I went yesterday to the Microsoft Visual Studio 2005 launch event.
In the new Visual Studio, Microsoft integrated a source control system,
team collaboration (tasks and bug tracking), load testing and functional
There are 2 problems with this approach IMHO:
1. This goes against best-of-breeds environments, where people want to
use the best source control system, best IDE, best bug and task tracking
systems, etc. For example, I would prefer having good integration of my
IDE with the source control system I choose to use.
2. Multi-disciplinary environments suffer. For example, in a combined
C++ and Java environment one can't use the source control system and bug
tracking in Visual Studio 2005 as it is a one-off solution rather than
integration with a source control system from both the C++ and Java IDEs.
With that in mind I have to question the Demetra quest to have source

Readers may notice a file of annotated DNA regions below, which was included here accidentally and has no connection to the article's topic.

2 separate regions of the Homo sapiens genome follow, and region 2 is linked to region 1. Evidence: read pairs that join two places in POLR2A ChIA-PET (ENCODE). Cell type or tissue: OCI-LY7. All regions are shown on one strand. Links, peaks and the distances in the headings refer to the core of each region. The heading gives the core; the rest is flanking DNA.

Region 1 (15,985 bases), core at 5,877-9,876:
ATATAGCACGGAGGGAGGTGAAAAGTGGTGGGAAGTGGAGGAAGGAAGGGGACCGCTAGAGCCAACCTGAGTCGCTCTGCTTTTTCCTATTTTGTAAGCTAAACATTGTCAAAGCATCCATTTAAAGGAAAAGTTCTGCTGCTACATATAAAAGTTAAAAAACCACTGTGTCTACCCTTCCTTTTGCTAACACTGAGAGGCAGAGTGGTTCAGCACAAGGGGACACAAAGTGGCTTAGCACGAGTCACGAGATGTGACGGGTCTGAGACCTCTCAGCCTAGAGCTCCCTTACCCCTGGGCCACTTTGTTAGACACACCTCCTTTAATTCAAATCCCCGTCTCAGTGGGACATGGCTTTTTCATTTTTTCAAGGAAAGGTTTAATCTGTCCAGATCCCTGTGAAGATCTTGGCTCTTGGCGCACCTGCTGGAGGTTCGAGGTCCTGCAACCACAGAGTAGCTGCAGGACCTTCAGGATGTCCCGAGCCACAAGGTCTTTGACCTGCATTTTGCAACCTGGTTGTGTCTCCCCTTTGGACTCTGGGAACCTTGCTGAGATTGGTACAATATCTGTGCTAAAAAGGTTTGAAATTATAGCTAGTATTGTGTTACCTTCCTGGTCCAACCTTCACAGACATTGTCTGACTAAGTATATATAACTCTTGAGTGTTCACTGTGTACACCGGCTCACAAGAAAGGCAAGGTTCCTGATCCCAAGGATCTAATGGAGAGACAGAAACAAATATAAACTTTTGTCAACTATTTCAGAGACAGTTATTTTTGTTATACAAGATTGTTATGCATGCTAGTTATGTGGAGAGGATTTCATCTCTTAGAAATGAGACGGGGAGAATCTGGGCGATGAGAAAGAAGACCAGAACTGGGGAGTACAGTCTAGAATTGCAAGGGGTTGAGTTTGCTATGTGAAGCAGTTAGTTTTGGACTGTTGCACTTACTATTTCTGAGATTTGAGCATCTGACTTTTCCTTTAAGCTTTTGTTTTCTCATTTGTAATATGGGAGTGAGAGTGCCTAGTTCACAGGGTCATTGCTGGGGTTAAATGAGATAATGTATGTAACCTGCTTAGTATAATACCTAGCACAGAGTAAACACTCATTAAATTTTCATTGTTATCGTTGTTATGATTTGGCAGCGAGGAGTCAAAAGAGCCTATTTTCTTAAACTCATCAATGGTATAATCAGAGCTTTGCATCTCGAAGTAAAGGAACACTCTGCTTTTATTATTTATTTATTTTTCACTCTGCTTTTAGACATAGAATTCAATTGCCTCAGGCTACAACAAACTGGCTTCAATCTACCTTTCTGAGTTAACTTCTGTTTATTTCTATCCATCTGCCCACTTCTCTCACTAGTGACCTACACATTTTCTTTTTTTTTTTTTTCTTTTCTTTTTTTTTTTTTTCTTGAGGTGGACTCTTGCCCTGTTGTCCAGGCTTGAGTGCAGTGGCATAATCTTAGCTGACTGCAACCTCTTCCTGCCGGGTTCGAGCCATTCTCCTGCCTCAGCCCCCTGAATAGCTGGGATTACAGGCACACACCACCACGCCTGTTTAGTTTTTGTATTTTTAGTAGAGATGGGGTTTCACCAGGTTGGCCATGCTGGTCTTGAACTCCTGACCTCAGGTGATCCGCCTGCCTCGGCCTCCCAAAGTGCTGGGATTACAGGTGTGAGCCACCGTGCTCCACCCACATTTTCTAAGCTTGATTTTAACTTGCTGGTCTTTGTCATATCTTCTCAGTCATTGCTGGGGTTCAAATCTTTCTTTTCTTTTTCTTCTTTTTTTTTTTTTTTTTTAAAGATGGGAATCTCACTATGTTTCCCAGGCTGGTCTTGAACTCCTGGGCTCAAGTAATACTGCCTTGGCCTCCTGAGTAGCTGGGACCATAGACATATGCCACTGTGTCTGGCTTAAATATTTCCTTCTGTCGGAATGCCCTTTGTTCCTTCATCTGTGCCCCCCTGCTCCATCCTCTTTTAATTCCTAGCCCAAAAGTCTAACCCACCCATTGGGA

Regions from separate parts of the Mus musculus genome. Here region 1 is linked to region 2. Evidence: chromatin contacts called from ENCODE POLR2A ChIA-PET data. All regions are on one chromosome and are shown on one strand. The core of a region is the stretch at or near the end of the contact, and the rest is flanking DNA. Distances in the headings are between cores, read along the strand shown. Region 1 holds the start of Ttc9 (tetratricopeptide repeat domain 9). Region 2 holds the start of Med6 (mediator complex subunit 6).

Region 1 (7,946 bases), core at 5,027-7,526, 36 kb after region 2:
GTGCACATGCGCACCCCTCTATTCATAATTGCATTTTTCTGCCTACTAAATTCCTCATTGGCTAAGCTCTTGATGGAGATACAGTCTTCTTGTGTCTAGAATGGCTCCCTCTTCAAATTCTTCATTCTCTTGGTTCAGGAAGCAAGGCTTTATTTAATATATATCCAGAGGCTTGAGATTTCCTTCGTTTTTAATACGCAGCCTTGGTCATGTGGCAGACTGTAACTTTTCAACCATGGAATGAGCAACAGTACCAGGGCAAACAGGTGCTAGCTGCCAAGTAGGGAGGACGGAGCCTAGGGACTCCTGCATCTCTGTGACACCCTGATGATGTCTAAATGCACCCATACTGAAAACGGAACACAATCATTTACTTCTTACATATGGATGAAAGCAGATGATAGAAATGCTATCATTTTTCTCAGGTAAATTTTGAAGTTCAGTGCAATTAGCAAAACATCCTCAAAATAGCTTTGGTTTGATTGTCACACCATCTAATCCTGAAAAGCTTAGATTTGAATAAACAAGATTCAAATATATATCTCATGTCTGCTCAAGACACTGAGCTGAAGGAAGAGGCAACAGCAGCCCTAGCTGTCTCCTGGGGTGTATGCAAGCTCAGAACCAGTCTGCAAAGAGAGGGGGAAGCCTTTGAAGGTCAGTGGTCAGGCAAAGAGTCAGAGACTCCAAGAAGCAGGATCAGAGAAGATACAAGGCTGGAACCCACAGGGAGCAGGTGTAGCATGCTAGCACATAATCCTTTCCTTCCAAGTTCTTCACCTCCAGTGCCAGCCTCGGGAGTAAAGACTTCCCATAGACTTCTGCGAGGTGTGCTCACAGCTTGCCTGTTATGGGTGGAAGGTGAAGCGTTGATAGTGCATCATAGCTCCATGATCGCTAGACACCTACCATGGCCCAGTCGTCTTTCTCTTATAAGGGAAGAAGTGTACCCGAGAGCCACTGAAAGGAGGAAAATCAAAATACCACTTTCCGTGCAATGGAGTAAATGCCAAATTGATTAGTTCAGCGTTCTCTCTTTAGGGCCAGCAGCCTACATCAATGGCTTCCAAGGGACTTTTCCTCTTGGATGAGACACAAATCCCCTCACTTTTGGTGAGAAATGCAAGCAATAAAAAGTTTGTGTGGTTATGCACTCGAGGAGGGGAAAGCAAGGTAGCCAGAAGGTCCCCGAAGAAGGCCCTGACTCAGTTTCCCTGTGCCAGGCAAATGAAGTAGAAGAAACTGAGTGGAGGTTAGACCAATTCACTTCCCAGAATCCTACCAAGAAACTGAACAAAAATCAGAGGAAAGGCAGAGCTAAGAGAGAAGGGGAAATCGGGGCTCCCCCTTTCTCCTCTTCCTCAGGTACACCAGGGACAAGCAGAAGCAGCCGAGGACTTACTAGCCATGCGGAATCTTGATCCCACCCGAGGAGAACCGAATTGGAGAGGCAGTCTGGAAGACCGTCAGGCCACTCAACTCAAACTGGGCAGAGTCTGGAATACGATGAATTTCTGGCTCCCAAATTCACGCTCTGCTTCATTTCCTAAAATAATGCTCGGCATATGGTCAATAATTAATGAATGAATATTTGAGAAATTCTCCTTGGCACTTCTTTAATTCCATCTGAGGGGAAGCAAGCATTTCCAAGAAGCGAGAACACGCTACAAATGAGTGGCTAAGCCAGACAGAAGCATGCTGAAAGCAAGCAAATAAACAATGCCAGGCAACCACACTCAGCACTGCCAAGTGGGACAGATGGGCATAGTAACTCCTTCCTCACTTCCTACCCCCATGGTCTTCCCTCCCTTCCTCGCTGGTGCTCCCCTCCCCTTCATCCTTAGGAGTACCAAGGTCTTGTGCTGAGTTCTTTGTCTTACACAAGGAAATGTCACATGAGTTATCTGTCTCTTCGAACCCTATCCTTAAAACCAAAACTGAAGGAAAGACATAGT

control and other components of the software development life cycle
embedded. I doubt it will be of use to our heterogeneous environment,
and I have to question whether a version 1 component (in IDEA or Visual
Studio) will be better and more reliable than existing tools
(Subversion, StarTeam, Perforce, etc.) or if a task and bug tracking
system will be better than existing products (e.g. Rally).
What I really want to know is if the source control API will stop being
developed, if I should expect the Subversion or Perforce integration
become stale and if I shouldn't hope for integrating with any bug
tracking or task tracking system as a result of this new do-all-be-all